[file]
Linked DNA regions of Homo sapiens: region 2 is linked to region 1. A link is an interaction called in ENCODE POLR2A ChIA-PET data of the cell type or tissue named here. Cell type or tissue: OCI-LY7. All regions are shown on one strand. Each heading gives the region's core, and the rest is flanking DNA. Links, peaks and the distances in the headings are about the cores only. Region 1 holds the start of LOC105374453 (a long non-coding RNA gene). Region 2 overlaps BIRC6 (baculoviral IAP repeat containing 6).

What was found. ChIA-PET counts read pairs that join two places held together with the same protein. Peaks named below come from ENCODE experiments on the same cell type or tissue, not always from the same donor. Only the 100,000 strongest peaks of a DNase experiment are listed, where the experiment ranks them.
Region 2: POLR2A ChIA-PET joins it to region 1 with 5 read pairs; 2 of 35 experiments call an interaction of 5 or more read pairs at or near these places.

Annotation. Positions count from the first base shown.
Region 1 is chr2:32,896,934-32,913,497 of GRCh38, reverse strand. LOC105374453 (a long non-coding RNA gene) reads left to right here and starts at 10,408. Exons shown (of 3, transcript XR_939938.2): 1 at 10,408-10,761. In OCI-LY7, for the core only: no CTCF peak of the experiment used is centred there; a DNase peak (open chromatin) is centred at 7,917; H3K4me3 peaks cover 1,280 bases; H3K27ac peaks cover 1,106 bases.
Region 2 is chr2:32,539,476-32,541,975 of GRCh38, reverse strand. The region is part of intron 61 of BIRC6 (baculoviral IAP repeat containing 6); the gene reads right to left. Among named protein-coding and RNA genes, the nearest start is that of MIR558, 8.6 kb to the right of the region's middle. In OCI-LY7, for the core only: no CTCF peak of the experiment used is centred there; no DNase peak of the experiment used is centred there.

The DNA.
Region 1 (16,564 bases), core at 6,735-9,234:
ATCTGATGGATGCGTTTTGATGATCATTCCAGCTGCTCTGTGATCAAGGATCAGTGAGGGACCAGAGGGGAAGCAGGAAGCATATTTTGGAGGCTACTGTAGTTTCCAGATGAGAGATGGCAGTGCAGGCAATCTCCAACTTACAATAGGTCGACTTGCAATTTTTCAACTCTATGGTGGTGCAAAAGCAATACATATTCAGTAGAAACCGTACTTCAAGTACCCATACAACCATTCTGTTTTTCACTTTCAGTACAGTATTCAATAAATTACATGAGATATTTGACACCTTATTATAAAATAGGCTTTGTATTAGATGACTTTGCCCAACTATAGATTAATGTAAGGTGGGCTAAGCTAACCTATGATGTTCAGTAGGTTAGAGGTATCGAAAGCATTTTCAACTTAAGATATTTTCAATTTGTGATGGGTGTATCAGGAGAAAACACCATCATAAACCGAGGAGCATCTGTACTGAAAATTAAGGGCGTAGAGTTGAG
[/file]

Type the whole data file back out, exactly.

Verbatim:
Linked DNA regions of Homo sapiens: region 2 is linked to region 1. A link is an interaction called in ENCODE POLR2A ChIA-PET data of the cell type or tissue named here. Cell type or tissue: OCI-LY7. All regions are shown on one strand. Each heading gives the region's core, and the rest is flanking DNA. Links, peaks and the distances in the headings are about the cores only. Region 1 holds the start of LOC105374453 (a long non-coding RNA gene). Region 2 overlaps BIRC6 (baculoviral IAP repeat containing 6).

What was found. ChIA-PET counts read pairs that join two places held together with the same protein. Peaks named below come from ENCODE experiments on the same cell type or tissue, not always from the same donor. Only the 100,000 strongest peaks of a DNase experiment are listed, where the experiment ranks them.
Region 2: POLR2A ChIA-PET joins it to region 1 with 5 read pairs; 2 of 35 experiments call an interaction of 5 or more read pairs at or near these places.

Annotation. Positions count from the first base shown.
Region 1 is chr2:32,896,934-32,913,497 of GRCh38, reverse strand. LOC105374453 (a long non-coding RNA gene) reads left to right here and starts at 10,408. Exons shown (of 3, transcript XR_939938.2): 1 at 10,408-10,761. In OCI-LY7, for the core only: no CTCF peak of the experiment used is centred there; a DNase peak (open chromatin) is centred at 7,917; H3K4me3 peaks cover 1,280 bases; H3K27ac peaks cover 1,106 bases.
Region 2 is chr2:32,539,476-32,541,975 of GRCh38, reverse strand. The region is part of intron 61 of BIRC6 (baculoviral IAP repeat containing 6); the gene reads right to left. Among named protein-coding and RNA genes, the nearest start is that of MIR558, 8.6 kb to the right of the region's middle. In OCI-LY7, for the core only: no CTCF peak of the experiment used is centred there; no DNase peak of the experiment used is centred there.

The DNA.
Region 1 (16,564 bases), core at 6,735-9,234:
ATCTGATGGATGCGTTTTGATGATCATTCCAGCTGCTCTGTGATCAAGGATCAGTGAGGGACCAGAGGGGAAGCAGGAAGCATATTTTGGAGGCTACTGTAGTTTCCAGATGAGAGATGGCAGTGCAGGCAATCTCCAACTTACAATAGGTCGACTTGCAATTTTTCAACTCTATGGTGGTGCAAAAGCAATACATATTCAGTAGAAACCGTACTTCAAGTACCCATACAACCATTCTGTTTTTCACTTTCAGTACAGTATTCAATAAATTACATGAGATATTTGACACCTTATTATAAAATAGGCTTTGTATTAGATGACTTTGCCCAACTATAGATTAATGTAAGGTGGGCTAAGCTAACCTATGATGTTCAGTAGGTTAGAGGTATCGAAAGCATTTTCAACTTAAGATATTTTCAATTTGTGATGGGTGTATCAGGAGAAAACACCATCATAAACCGAGGAGCATCTGTACTGAAAATTAAGGGCGTAGAGTTGAG